Etymology Word of the Week – As some of you know, in addition to working in the Admissions Office, I also teach Latin at Saint Ignatius and am something of a "word nerd." Thus, each week, I’ll sneak a vocabulary word (sometimes derived from Latin, sometimes not) into the e-blast. Here then is this week’s edition of the Etymology Word of the Week.
Surname - “last name; family name; the name that a person has in common with other family members, as distinguished from a first name or given name.” From the Latin preposition super (occasionally shortened to sur- when used as a prefix, as here) meaning “over, above” and the French noun nom meaning “name” which itself comes from the Latin noun nomen, also meaning “name.” (All information is from www.wikipedia.org, www.etymonline.com and/or www.dictionary.com)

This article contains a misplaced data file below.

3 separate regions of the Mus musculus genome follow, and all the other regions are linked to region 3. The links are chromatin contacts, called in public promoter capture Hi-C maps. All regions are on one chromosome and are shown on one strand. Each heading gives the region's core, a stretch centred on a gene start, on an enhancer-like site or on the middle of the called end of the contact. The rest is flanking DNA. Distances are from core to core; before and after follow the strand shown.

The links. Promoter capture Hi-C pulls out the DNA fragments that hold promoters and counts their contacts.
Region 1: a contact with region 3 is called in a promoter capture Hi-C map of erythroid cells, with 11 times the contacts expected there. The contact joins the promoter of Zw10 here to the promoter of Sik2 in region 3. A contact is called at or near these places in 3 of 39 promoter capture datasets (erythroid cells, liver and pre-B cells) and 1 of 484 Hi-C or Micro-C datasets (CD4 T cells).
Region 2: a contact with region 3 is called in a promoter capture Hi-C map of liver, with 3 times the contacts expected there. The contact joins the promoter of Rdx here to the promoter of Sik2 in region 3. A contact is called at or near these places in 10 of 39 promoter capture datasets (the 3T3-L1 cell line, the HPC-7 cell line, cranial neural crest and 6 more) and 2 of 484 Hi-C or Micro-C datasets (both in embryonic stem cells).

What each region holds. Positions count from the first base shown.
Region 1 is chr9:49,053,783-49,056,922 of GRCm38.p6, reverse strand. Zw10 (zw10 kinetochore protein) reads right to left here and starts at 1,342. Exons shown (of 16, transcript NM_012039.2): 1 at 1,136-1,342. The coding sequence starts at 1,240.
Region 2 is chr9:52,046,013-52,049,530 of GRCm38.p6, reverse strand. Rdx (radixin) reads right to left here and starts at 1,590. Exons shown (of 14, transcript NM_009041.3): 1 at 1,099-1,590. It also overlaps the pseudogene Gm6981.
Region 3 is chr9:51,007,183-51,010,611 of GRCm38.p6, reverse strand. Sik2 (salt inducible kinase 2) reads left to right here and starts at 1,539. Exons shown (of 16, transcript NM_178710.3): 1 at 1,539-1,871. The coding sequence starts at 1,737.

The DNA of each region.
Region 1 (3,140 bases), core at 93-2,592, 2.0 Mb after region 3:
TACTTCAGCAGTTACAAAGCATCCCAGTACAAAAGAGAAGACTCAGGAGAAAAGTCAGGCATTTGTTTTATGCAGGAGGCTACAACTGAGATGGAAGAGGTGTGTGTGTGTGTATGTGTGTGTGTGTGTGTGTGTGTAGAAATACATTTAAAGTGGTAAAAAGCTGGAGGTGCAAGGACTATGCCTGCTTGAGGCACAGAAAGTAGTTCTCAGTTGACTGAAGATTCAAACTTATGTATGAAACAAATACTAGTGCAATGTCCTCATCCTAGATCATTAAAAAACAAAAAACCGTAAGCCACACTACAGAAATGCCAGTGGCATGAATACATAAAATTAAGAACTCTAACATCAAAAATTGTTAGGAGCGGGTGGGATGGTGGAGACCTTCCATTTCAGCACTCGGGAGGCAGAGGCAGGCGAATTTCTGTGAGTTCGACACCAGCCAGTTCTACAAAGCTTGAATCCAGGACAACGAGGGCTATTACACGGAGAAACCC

RELATED WORDS/PHRASES – surcharge, surface, surmise, surmount, surpass, surprise, surreal, surrender, surtax, surveillance, and even sirloin!
SAMPLE SENTENCE: “This root word is not to be confused with the Spanish word Sur meaning “South,” as in Big Sur, California.”